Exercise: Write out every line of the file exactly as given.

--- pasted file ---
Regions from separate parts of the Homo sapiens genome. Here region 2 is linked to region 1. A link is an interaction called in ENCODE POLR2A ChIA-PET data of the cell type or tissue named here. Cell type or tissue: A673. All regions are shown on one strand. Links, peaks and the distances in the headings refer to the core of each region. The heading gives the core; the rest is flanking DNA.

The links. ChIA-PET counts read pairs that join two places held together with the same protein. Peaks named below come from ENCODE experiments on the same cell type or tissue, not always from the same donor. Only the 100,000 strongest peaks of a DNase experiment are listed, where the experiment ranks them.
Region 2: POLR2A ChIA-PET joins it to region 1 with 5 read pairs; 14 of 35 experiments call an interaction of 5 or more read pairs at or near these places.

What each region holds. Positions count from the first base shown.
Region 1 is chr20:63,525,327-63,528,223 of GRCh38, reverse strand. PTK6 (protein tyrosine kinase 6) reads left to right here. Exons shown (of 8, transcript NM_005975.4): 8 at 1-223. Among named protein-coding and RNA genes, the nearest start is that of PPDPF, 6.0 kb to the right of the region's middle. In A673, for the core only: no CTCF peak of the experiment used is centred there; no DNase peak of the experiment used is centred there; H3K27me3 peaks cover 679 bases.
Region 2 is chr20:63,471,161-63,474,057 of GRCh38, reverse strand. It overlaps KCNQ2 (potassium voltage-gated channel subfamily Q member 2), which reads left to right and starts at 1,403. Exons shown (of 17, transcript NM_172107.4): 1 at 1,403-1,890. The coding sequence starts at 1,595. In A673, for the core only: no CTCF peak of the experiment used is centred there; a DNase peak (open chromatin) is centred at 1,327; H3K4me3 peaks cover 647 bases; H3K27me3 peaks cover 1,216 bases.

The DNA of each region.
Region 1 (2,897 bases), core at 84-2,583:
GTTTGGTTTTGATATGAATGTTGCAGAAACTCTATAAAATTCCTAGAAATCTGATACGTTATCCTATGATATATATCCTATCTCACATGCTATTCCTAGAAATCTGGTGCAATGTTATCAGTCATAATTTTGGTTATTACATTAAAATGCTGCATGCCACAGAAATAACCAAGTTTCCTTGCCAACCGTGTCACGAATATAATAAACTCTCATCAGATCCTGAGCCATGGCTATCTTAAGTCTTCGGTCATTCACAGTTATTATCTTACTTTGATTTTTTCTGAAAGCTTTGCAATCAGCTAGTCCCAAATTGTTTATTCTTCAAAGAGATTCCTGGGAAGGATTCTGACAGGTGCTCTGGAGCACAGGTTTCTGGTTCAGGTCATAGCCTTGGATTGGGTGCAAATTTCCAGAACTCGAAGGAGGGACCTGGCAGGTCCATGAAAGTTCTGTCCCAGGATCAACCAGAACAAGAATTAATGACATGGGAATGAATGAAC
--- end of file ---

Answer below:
Regions from separate parts of the Homo sapiens genome. Here region 2 is linked to region 1. A link is an interaction called in ENCODE POLR2A ChIA-PET data of the cell type or tissue named here. Cell type or tissue: A673. All regions are shown on one strand. Links, peaks and the distances in the headings refer to the core of each region. The heading gives the core; the rest is flanking DNA.

The links. ChIA-PET counts read pairs that join two places held together with the same protein. Peaks named below come from ENCODE experiments on the same cell type or tissue, not always from the same donor. Only the 100,000 strongest peaks of a DNase experiment are listed, where the experiment ranks them.
Region 2: POLR2A ChIA-PET joins it to region 1 with 5 read pairs; 14 of 35 experiments call an interaction of 5 or more read pairs at or near these places.

What each region holds. Positions count from the first base shown.
Region 1 is chr20:63,525,327-63,528,223 of GRCh38, reverse strand. PTK6 (protein tyrosine kinase 6) reads left to right here. Exons shown (of 8, transcript NM_005975.4): 8 at 1-223. Among named protein-coding and RNA genes, the nearest start is that of PPDPF, 6.0 kb to the right of the region's middle. In A673, for the core only: no CTCF peak of the experiment used is centred there; no DNase peak of the experiment used is centred there; H3K27me3 peaks cover 679 bases.
Region 2 is chr20:63,471,161-63,474,057 of GRCh38, reverse strand. It overlaps KCNQ2 (potassium voltage-gated channel subfamily Q member 2), which reads left to right and starts at 1,403. Exons shown (of 17, transcript NM_172107.4): 1 at 1,403-1,890. The coding sequence starts at 1,595. In A673, for the core only: no CTCF peak of the experiment used is centred there; a DNase peak (open chromatin) is centred at 1,327; H3K4me3 peaks cover 647 bases; H3K27me3 peaks cover 1,216 bases.

The DNA of each region.
Region 1 (2,897 bases), core at 84-2,583:
GTTTGGTTTTGATATGAATGTTGCAGAAACTCTATAAAATTCCTAGAAATCTGATACGTTATCCTATGATATATATCCTATCTCACATGCTATTCCTAGAAATCTGGTGCAATGTTATCAGTCATAATTTTGGTTATTACATTAAAATGCTGCATGCCACAGAAATAACCAAGTTTCCTTGCCAACCGTGTCACGAATATAATAAACTCTCATCAGATCCTGAGCCATGGCTATCTTAAGTCTTCGGTCATTCACAGTTATTATCTTACTTTGATTTTTTCTGAAAGCTTTGCAATCAGCTAGTCCCAAATTGTTTATTCTTCAAAGAGATTCCTGGGAAGGATTCTGACAGGTGCTCTGGAGCACAGGTTTCTGGTTCAGGTCATAGCCTTGGATTGGGTGCAAATTTCCAGAACTCGAAGGAGGGACCTGGCAGGTCCATGAAAGTTCTGTCCCAGGATCAACCAGAACAAGAATTAATGACATGGGAATGAATGAAC